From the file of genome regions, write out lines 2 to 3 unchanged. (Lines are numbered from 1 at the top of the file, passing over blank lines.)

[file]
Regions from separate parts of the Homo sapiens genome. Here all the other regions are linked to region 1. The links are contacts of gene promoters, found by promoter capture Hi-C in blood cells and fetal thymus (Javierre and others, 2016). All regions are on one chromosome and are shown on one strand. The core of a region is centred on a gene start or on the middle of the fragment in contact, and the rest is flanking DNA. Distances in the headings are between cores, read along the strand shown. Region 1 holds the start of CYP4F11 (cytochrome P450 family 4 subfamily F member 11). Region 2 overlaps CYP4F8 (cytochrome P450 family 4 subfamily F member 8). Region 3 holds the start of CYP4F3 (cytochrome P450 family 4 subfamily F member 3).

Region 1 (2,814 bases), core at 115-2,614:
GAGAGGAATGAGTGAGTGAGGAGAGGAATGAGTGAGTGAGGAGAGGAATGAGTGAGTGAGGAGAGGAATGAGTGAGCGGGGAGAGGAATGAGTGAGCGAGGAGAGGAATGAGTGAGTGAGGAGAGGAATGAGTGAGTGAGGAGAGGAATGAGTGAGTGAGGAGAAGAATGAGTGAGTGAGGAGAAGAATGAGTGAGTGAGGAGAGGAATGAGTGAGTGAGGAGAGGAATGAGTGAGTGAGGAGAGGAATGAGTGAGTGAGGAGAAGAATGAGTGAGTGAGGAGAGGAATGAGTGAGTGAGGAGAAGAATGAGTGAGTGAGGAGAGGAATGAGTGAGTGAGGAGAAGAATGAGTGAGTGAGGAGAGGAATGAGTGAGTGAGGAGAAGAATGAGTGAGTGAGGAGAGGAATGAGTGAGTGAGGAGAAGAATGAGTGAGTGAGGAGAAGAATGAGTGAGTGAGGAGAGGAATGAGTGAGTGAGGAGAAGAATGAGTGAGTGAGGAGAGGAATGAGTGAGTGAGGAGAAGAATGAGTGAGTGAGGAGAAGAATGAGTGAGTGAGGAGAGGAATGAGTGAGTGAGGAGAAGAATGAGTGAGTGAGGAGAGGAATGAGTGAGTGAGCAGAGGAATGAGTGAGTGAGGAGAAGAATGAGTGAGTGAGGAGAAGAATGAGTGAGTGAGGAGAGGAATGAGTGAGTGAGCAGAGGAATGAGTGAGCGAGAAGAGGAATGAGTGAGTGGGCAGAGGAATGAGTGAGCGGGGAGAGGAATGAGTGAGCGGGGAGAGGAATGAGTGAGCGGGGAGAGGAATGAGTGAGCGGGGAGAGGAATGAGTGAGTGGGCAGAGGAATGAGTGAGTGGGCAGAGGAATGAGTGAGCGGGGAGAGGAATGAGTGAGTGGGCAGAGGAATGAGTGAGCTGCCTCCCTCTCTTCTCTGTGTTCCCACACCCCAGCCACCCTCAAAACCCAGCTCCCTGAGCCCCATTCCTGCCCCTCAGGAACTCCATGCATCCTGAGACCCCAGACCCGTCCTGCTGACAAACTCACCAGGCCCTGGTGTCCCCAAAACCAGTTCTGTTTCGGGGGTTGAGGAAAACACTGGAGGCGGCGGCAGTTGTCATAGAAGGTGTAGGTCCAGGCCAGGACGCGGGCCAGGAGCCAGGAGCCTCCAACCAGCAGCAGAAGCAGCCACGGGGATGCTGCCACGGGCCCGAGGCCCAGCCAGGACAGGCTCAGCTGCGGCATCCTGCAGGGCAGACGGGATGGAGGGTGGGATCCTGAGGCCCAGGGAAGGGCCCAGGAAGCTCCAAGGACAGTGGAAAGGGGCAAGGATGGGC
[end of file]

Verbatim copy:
Region 1 (2,814 bases), core at 115-2,614:
GAGAGGAATGAGTGAGTGAGGAGAGGAATGAGTGAGTGAGGAGAGGAATGAGTGAGTGAGGAGAGGAATGAGTGAGCGGGGAGAGGAATGAGTGAGCGAGGAGAGGAATGAGTGAGTGAGGAGAGGAATGAGTGAGTGAGGAGAGGAATGAGTGAGTGAGGAGAAGAATGAGTGAGTGAGGAGAAGAATGAGTGAGTGAGGAGAGGAATGAGTGAGTGAGGAGAGGAATGAGTGAGTGAGGAGAGGAATGAGTGAGTGAGGAGAAGAATGAGTGAGTGAGGAGAGGAATGAGTGAGTGAGGAGAAGAATGAGTGAGTGAGGAGAGGAATGAGTGAGTGAGGAGAAGAATGAGTGAGTGAGGAGAGGAATGAGTGAGTGAGGAGAAGAATGAGTGAGTGAGGAGAGGAATGAGTGAGTGAGGAGAAGAATGAGTGAGTGAGGAGAAGAATGAGTGAGTGAGGAGAGGAATGAGTGAGTGAGGAGAAGAATGAGTGAGTGAGGAGAGGAATGAGTGAGTGAGGAGAAGAATGAGTGAGTGAGGAGAAGAATGAGTGAGTGAGGAGAGGAATGAGTGAGTGAGGAGAAGAATGAGTGAGTGAGGAGAGGAATGAGTGAGTGAGCAGAGGAATGAGTGAGTGAGGAGAAGAATGAGTGAGTGAGGAGAAGAATGAGTGAGTGAGGAGAGGAATGAGTGAGTGAGCAGAGGAATGAGTGAGCGAGAAGAGGAATGAGTGAGTGGGCAGAGGAATGAGTGAGCGGGGAGAGGAATGAGTGAGCGGGGAGAGGAATGAGTGAGCGGGGAGAGGAATGAGTGAGCGGGGAGAGGAATGAGTGAGTGGGCAGAGGAATGAGTGAGTGGGCAGAGGAATGAGTGAGCGGGGAGAGGAATGAGTGAGTGGGCAGAGGAATGAGTGAGCTGCCTCCCTCTCTTCTCTGTGTTCCCACACCCCAGCCACCCTCAAAACCCAGCTCCCTGAGCCCCATTCCTGCCCCTCAGGAACTCCATGCATCCTGAGACCCCAGACCCGTCCTGCTGACAAACTCACCAGGCCCTGGTGTCCCCAAAACCAGTTCTGTTTCGGGGGTTGAGGAAAACACTGGAGGCGGCGGCAGTTGTCATAGAAGGTGTAGGTCCAGGCCAGGACGCGGGCCAGGAGCCAGGAGCCTCCAACCAGCAGCAGAAGCAGCCACGGGGATGCTGCCACGGGCCCGAGGCCCAGCCAGGACAGGCTCAGCTGCGGCATCCTGCAGGGCAGACGGGATGGAGGGTGGGATCCTGAGGCCCAGGGAAGGGCCCAGGAAGCTCCAAGGACAGTGGAAAGGGGCAAGGATGGGC